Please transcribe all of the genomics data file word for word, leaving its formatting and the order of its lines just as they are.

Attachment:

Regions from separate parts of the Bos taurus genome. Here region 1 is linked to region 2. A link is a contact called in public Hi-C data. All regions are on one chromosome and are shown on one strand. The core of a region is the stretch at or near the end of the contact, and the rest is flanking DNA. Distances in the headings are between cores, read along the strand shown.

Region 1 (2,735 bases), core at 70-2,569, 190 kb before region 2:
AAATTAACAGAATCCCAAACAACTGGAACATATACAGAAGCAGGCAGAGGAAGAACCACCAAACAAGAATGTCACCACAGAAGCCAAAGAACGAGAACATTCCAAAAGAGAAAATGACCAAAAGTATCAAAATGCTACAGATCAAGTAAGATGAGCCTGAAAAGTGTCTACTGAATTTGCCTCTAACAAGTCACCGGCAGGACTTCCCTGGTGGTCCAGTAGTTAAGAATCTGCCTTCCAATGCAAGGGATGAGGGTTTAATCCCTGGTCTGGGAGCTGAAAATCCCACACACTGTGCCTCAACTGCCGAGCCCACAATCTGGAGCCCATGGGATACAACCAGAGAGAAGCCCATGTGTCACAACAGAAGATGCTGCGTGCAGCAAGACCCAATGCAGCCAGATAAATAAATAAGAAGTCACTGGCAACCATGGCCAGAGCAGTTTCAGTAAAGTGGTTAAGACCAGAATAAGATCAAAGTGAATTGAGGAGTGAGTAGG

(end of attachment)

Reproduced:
Regions from separate parts of the Bos taurus genome. Here region 1 is linked to region 2. A link is a contact called in public Hi-C data. All regions are on one chromosome and are shown on one strand. The core of a region is the stretch at or near the end of the contact, and the rest is flanking DNA. Distances in the headings are between cores, read along the strand shown.

Region 1 (2,735 bases), core at 70-2,569, 190 kb before region 2:
AAATTAACAGAATCCCAAACAACTGGAACATATACAGAAGCAGGCAGAGGAAGAACCACCAAACAAGAATGTCACCACAGAAGCCAAAGAACGAGAACATTCCAAAAGAGAAAATGACCAAAAGTATCAAAATGCTACAGATCAAGTAAGATGAGCCTGAAAAGTGTCTACTGAATTTGCCTCTAACAAGTCACCGGCAGGACTTCCCTGGTGGTCCAGTAGTTAAGAATCTGCCTTCCAATGCAAGGGATGAGGGTTTAATCCCTGGTCTGGGAGCTGAAAATCCCACACACTGTGCCTCAACTGCCGAGCCCACAATCTGGAGCCCATGGGATACAACCAGAGAGAAGCCCATGTGTCACAACAGAAGATGCTGCGTGCAGCAAGACCCAATGCAGCCAGATAAATAAATAAGAAGTCACTGGCAACCATGGCCAGAGCAGTTTCAGTAAAGTGGTTAAGACCAGAATAAGATCAAAGTGAATTGAGGAGTGAGTAGG